Python-powered chat apps with Twilio and SendGrid Transcripts
Chapter: Using our database with the SQLAlchemy ORM
Lecture: Connecting to the database

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0:00 All right, So let's go ahead and call from our app over here. Certainly not like just piling all this code here.
0:08 So let's create a function called Configure and then we can configure the database, configure the routes and so on.
0:19 So let's just move some stuff into here, which is def business. Now I have configured_db(). I'm going to put that to the side for a minute.
0:34 Now, down here, if it's been run directly, which is maybe in development, depending how you run it, we want to make sure we call configure.
0:43 But in production, we don't want to call run. We just want to call configure. I don't want to do this step,
0:48 so I'm going to make sure we call it either way. Alright. Final thing to do is just come up with a database
0:56 folder name, or file name that we want to work with. So what I want to do is I want to go to this file wherever app
1:03 is, and I want to make sure we have a folder over here. I'll call it SQL and inside sql.
1:10 We're going to have our database file gonna live in this directory and not necessarily going to check it into the database and to GitHub.
1:18 But it's going to go into here and be automatically created by SQLAlchemy. What's a good way to do that?
1:24 Well, we can come up here and say from pathlib, import the path, class. This is one of the newer ways to work with past
1:32 not super new but newer than some of the older styles in I thought to work with paths in a clean way. What we can say is that the
1:41 db_file is going to be create a path. Give it the dunder file(__file__) that's this app. File the full path on the hard drive to this file,
1:51 this module and then we can say, Parent, that will go from here to here.
1:57 And then there's an interesting way where they overload the divide operator so you can see it is to be SQL,Yeah, and then in the sql, what do we want?
2:05 The file name to be cloud city.SQLLite. All right, that's it. That's all we should have to use. So we come over here safe session,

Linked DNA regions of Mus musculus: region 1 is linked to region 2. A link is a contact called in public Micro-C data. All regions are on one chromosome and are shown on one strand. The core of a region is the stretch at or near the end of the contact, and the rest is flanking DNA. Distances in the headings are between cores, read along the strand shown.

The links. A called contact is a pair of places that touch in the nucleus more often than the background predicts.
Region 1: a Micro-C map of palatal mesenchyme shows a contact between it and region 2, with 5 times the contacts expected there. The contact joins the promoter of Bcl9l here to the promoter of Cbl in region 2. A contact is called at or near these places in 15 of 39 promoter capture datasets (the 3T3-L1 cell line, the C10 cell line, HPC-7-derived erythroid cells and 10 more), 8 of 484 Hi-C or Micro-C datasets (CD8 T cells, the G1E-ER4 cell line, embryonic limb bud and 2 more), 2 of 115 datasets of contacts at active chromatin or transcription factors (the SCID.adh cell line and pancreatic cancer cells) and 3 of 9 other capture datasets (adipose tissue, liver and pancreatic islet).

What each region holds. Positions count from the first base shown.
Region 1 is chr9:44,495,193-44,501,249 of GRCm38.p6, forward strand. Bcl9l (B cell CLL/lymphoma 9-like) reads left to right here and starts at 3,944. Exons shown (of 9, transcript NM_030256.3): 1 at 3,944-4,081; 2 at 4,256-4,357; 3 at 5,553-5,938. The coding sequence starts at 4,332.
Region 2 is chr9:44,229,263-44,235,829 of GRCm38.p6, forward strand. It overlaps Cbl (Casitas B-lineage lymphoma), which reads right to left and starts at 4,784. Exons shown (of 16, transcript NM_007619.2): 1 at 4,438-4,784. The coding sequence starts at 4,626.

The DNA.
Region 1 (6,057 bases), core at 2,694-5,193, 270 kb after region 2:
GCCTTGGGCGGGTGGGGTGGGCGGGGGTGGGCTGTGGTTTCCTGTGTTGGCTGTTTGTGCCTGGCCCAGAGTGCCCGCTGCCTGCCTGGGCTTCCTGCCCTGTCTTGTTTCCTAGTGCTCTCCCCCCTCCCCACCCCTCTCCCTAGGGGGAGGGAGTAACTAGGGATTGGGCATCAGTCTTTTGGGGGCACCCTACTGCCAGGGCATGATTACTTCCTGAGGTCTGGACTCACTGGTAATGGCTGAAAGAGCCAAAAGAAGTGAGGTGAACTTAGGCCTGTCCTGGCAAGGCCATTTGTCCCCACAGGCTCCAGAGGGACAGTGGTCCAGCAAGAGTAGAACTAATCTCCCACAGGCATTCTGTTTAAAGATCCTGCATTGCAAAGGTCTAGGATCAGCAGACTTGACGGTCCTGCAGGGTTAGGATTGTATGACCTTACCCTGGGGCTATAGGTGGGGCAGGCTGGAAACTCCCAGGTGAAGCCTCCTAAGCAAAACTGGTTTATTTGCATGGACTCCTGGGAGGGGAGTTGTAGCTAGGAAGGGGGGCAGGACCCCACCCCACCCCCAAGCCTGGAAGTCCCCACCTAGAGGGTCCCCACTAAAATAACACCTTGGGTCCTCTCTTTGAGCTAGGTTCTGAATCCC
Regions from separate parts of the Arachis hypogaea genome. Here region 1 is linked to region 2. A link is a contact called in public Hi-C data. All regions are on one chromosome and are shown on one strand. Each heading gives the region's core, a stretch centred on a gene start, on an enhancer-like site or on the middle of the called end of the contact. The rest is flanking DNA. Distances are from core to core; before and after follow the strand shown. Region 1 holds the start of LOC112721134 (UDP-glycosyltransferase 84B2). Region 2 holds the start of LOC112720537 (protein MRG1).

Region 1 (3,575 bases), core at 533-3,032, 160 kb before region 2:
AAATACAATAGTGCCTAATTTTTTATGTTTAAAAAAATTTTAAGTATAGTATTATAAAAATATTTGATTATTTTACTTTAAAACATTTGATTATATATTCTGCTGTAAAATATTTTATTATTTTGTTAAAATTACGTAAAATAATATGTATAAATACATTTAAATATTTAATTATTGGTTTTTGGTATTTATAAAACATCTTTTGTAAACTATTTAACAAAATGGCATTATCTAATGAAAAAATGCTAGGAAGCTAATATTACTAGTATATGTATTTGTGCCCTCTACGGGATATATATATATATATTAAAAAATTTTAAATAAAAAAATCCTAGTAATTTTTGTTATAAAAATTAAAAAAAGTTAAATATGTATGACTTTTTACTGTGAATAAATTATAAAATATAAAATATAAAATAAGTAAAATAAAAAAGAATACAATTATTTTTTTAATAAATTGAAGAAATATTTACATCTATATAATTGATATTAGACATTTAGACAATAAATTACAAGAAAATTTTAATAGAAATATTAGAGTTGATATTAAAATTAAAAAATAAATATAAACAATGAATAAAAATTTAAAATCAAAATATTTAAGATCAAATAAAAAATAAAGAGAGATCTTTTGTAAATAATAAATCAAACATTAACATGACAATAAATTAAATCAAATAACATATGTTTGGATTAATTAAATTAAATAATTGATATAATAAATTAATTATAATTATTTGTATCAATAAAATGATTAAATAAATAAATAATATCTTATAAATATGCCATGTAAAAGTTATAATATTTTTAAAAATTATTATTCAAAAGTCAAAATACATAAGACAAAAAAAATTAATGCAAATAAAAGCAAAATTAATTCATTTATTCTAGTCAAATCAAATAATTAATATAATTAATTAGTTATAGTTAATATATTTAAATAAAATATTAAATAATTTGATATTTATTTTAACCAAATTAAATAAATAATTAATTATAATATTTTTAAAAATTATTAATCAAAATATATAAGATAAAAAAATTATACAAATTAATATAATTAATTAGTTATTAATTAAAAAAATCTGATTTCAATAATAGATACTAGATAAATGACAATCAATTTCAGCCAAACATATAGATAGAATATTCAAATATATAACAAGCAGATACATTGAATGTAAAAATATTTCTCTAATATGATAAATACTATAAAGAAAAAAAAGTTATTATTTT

2:16 import db_session and say global, in it? db_file. You gotta be careful here. It's easy to pass this along. We look over here, this expects a string.
2:26 This is not actually a string. It's a path object. We can say as posix() as a URL. And we'll get that as a the right kind of string.
2:36 Or we could just call string on it. However you get it, we've got to make sure you convert this to a string when we pass it over. Well,
2:43 let's go and run it and see what happens. Oh, yes. Uh, one other thing we need to set here notice, We got to specify a table name in our order.
2:57 We also need to do this for our other ones. So let's let's do that. Now. This is going to tell SQLalchemy what we want.
3:03 The actual table name, Not just the column Names in the database to be, I want to use orders.
3:10 lowercase and plural. That's just the way I like to do things that will do the same thing for our user, because we have exactly the same problem.
3:20 This won't be users. Try one more time. All right. Well, it looks like it ran.
3:26 And you can see it's connecting to the quote db with this full path right here which Yeah, that looks correct.
3:33 If we look in here and we reload from disk to look at this, we have a cloudcity.sqlite database. Super cool. Let's just see if we can see what's in it.
3:45 Normally I could come over here and add data source from sqlite. I don't think this is gonna work. I'll give it a quick try.
3:54 Notice. I can download the missing drivers. We can go to the file. Choose that right there. Test connection,
4:07 oh! it worked. What I was going to say is till very recently, a few weeks ago, this didn't work because this is an apple M1,
4:15 the new arms silicon version. And they didn't have drivers that supported Apple silicon. It only was intel. So look at this.
4:21 All right, Now let's see what we got. We go over to our schemas and expand this out. We've got our orders, which has?
4:27 id, created a datetime notice. They have indexes. Those are the blue, and then the primary key. Here's another index. Um, actually listed there.
4:36 Here's our users as well. Awesome. So we've used sqlalchemy to define some classes to store in our database and then
4:43 SQLAlchemy is actually connected to SQLLite and then created the database structure that we're
4:49 going to need to work with those classes in that database. Fantastic. I just love sqlalchemy. It's so easy and nice to work with.
4:57 If you're doing a relational databases,definitely recommended it.

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